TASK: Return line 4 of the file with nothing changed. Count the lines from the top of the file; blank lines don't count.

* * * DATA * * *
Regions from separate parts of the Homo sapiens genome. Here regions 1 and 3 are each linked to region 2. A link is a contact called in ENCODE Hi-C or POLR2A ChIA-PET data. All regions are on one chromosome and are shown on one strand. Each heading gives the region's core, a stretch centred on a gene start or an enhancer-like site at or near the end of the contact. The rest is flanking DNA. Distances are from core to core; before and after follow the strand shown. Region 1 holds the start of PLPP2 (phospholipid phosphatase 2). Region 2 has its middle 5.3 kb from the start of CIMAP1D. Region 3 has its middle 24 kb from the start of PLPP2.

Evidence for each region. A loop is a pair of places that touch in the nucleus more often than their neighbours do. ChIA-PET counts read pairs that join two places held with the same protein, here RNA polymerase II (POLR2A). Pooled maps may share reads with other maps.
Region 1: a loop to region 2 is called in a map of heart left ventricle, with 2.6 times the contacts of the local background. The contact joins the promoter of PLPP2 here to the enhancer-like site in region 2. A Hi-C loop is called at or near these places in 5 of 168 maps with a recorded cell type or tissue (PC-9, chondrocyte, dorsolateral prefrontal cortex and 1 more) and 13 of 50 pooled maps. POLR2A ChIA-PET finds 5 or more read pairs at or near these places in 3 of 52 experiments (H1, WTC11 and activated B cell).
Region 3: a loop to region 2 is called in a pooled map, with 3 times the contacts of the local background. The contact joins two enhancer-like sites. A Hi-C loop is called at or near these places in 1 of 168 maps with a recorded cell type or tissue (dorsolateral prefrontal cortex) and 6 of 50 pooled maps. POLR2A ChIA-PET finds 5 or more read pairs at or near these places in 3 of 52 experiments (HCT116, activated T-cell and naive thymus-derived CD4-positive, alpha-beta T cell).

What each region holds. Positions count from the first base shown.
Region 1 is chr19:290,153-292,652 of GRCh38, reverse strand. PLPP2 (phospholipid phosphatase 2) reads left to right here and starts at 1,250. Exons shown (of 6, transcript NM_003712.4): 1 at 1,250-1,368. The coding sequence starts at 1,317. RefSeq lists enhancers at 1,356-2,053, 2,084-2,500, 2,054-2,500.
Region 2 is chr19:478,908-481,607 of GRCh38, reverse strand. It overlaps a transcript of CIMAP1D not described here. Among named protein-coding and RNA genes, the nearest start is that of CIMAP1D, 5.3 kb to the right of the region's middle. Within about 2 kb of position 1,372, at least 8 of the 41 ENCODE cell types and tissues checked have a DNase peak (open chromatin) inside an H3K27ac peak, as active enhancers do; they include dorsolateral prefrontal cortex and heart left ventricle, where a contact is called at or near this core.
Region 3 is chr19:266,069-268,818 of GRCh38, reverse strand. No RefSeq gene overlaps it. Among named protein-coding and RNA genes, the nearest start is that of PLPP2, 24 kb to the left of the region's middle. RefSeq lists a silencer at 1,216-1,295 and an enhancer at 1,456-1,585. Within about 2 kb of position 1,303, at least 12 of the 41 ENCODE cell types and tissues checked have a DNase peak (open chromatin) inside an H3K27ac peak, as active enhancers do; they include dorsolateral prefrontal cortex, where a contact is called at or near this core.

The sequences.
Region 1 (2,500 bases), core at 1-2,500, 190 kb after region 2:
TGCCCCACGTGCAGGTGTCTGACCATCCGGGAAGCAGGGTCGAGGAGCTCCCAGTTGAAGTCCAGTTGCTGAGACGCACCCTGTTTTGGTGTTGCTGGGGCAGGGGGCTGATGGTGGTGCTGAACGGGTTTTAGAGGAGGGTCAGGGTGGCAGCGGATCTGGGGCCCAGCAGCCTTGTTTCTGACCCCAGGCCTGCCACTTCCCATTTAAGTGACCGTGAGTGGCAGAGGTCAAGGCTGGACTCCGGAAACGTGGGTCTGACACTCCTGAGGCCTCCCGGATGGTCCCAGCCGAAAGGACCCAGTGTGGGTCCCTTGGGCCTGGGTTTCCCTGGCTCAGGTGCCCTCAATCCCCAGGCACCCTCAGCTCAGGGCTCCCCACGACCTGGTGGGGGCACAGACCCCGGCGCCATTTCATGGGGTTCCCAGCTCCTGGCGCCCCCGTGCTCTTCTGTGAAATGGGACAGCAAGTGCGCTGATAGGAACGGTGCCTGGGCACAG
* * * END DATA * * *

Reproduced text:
Region 3: a loop to region 2 is called in a pooled map, with 3 times the contacts of the local background. The contact joins two enhancer-like sites. A Hi-C loop is called at or near these places in 1 of 168 maps with a recorded cell type or tissue (dorsolateral prefrontal cortex) and 6 of 50 pooled maps. POLR2A ChIA-PET finds 5 or more read pairs at or near these places in 3 of 52 experiments (HCT116, activated T-cell and naive thymus-derived CD4-positive, alpha-beta T cell).